The 24-year-old Ritchie finished without a shot on net in 12:50 of ice time with the Bruins on Wednesday and had four hits while sometimes taking the body against the Hurricanes. But he wasn’t nearly a big enough physical presence, and even worse played a key role in a pair of goals against for the Bruins while making both mental and physical mistakes at crucial moments.

Bruins head coach Bruce Cassidy wasn’t going to hammer anybody for it after a playoff win, but Ritchie’s subpar performance certainly didn’t go unnoticed either.

“I think [the young guys] were looking after their own game. I think just one line was on the ice for a couple goals and this is Bjork’s first playoffs with us, Ritchie,” said Cassidy, referencing the third line being on the ice for a pair of goals against as well as Charlie Coyle’s second period goal for Boston. “[The veteran guys] were like ‘hey, listen stuff happens.’ Let’s make sure we tighten up the next time. Keep playing your game. They got a big goal for us, too, so there is a little bit of that communication to the new guys.

“We talked to Lauzy [Jeremy Lauzon]. Charlie [McAvoy] had to go to the dressing room for a second so Lauzy got a few extra shifts. You just battle and play. I think you have to get the first couple [of playoff games] under your belt. No one is tearing anybody down here. It’s not the time of the year to do that. We’re trying to motivate and encourage guys for sure, but the players are good that way. That’s why they’re winners. [Ondrej] Kase is another guy, first game. I thought he was fantastic. He’s on pucks all night, played his game. Had some good looks. A nice play on [David] Krejci’s goal. That line arguably was – you always look at the tape, whatever the tape after and they’re probably our most dangerous line tonight. So that is something that we talked about. Secondary scoring. Get a goal out of Charlie Coyle, third line.”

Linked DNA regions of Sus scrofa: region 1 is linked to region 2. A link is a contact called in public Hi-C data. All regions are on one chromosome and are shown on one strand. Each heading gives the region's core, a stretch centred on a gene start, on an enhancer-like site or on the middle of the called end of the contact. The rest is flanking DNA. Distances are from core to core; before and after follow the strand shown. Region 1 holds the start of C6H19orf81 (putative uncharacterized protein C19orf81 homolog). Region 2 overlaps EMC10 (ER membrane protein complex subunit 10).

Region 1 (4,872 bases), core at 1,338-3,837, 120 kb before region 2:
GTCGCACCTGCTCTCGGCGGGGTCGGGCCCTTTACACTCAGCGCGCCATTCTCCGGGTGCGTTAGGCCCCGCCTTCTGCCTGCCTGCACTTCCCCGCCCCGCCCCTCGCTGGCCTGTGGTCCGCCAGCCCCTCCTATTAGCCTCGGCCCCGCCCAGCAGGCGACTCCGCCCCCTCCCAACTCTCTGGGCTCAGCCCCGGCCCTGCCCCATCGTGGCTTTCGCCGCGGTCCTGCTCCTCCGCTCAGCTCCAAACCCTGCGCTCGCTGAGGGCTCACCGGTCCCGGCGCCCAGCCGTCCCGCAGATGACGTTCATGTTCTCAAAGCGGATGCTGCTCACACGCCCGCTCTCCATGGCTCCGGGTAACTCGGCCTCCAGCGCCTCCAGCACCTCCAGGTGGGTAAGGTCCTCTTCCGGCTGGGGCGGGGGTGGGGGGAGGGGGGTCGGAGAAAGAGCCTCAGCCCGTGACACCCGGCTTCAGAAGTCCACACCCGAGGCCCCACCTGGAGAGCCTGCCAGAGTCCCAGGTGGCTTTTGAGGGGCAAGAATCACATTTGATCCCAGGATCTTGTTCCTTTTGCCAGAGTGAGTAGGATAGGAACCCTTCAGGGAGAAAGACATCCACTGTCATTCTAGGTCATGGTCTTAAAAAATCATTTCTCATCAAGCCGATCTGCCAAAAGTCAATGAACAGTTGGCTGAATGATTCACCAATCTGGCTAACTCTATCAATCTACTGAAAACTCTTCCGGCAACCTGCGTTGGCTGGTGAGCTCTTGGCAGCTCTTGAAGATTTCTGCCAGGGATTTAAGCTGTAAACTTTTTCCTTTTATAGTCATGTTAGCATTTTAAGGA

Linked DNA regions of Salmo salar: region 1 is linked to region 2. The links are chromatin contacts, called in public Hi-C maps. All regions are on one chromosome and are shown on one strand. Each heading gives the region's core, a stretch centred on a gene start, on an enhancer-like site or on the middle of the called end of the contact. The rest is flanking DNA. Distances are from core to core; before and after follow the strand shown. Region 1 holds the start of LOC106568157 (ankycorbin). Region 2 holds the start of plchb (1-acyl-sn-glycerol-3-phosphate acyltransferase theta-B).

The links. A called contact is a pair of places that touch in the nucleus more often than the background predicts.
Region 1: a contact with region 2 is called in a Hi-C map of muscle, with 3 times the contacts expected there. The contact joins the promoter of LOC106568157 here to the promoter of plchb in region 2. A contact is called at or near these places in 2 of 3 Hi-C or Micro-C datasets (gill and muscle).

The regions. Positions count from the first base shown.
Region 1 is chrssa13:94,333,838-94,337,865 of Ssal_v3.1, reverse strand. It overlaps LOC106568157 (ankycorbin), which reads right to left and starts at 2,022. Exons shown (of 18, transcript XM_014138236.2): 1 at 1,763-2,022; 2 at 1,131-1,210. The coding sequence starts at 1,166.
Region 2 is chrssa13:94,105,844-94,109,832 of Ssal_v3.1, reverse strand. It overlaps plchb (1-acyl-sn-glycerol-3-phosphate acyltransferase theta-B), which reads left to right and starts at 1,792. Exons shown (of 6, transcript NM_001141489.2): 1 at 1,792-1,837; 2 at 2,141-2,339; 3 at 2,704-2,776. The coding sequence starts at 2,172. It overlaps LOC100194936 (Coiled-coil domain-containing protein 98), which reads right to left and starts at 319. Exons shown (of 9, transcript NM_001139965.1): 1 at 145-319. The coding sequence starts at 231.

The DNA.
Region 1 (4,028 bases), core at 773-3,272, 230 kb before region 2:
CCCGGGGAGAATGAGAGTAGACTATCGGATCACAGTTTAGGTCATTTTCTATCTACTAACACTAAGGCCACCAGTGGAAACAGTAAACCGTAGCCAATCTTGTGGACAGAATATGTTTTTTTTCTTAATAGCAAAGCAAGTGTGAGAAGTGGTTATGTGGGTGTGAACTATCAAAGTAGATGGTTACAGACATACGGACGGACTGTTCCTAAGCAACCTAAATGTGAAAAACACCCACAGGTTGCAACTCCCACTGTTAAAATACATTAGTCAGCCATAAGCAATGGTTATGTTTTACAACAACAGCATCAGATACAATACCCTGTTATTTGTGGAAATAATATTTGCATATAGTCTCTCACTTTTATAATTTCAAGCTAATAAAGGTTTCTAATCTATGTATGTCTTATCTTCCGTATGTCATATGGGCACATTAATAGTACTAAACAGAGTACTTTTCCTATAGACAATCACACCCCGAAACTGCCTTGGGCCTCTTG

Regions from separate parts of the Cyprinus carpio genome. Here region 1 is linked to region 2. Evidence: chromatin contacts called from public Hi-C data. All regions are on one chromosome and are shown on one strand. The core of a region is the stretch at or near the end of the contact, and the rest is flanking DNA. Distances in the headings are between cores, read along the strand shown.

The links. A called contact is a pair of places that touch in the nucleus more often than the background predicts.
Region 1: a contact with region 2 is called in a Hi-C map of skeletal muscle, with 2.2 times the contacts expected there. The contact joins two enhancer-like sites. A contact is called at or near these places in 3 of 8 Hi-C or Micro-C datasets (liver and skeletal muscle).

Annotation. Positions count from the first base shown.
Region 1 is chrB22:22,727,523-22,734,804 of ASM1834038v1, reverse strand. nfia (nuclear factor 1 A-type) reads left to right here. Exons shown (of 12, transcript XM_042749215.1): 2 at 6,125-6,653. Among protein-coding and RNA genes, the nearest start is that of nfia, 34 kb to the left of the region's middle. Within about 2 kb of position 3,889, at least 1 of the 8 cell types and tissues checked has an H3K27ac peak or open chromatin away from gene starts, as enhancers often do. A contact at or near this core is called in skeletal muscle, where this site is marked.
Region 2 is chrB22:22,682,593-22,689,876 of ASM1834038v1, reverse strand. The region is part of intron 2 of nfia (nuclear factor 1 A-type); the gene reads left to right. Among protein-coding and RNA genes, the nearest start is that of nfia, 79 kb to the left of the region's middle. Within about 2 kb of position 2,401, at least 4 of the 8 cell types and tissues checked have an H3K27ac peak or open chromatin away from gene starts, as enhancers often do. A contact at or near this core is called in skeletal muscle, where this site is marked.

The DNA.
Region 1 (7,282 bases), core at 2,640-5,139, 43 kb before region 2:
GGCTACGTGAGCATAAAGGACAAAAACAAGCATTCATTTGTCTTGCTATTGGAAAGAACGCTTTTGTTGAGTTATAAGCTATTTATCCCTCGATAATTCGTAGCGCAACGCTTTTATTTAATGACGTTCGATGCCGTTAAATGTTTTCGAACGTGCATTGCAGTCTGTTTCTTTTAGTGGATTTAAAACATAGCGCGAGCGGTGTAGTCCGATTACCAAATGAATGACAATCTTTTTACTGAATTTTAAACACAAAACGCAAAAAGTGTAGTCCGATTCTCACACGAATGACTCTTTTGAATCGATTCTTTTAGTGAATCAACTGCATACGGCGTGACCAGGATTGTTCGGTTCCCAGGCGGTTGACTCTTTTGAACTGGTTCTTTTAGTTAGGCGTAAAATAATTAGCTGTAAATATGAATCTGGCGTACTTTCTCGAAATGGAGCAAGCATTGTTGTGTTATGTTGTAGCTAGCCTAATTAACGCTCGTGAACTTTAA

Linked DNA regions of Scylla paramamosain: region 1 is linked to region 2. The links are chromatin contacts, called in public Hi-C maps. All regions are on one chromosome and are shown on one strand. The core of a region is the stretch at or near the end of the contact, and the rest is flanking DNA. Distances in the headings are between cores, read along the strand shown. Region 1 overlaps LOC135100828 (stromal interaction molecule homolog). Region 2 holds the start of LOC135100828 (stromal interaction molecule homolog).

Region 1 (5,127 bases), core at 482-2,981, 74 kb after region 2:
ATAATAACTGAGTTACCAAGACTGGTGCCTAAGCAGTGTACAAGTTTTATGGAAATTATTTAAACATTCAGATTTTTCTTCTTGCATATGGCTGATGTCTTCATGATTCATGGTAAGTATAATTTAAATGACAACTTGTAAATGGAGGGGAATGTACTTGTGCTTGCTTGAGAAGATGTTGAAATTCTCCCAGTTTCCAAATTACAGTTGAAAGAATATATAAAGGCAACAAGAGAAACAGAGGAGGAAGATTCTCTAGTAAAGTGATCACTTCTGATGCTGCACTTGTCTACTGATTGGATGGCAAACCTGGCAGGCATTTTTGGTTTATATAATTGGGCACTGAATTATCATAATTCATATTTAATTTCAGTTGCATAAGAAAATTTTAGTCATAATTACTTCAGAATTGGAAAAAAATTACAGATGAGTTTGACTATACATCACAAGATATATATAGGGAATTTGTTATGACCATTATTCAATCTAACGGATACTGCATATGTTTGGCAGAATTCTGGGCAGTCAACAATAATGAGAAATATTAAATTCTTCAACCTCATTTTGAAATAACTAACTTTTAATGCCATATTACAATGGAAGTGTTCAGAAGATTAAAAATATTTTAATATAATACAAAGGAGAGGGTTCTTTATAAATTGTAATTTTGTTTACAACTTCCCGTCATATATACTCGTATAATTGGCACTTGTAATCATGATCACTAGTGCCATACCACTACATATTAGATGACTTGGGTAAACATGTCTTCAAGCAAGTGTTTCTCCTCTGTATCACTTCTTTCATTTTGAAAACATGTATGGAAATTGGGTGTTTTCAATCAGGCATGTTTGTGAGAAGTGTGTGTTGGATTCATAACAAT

In the first period, Ritchie gave up on a play along the boards and drifted away from Warren Foegele as the entire unit of Bruins defenders puck-watched rather than working to get the puck out of the zone. Eventually it turned into a Joel Edmundson scoring point shot from the high point that Ritchie wasn’t able to put a body in front of on its way to the net. But the bigger issue was Ritchie simply giving up on a play when he was the closest to be able to give defensive support on a play that ended up going bad.

It was Ritchie again in the third period losing a battle along the boards to the much smaller Martin Necas that extended Carolina possession, and eventually ended with Haydn Fleury scoring on a point blast with a screened Tuukka Rask in front.

In both instances board battles were lost that ended up with pucks in the back of the Boston net. And if Ritchie isn’t even going to win the board battles, what is the point of his size and strength that’s bringing to the table?

Wednesday’s game was physical to be sure as a playoff opener, but it wasn’t overly nasty to the point where you need Ritchie for intimidation purposes. The Bruins would be much better off going with the speedy, two-way play of Karson Kuhlman in Game 2 on the third line while also sliding Anders Bjork to his natural left wing spot on the third line. That would give the Bruins a much faster third line that could better combat the speed and pressure that the Hurricanes are bringing to the table against the Black and Gold.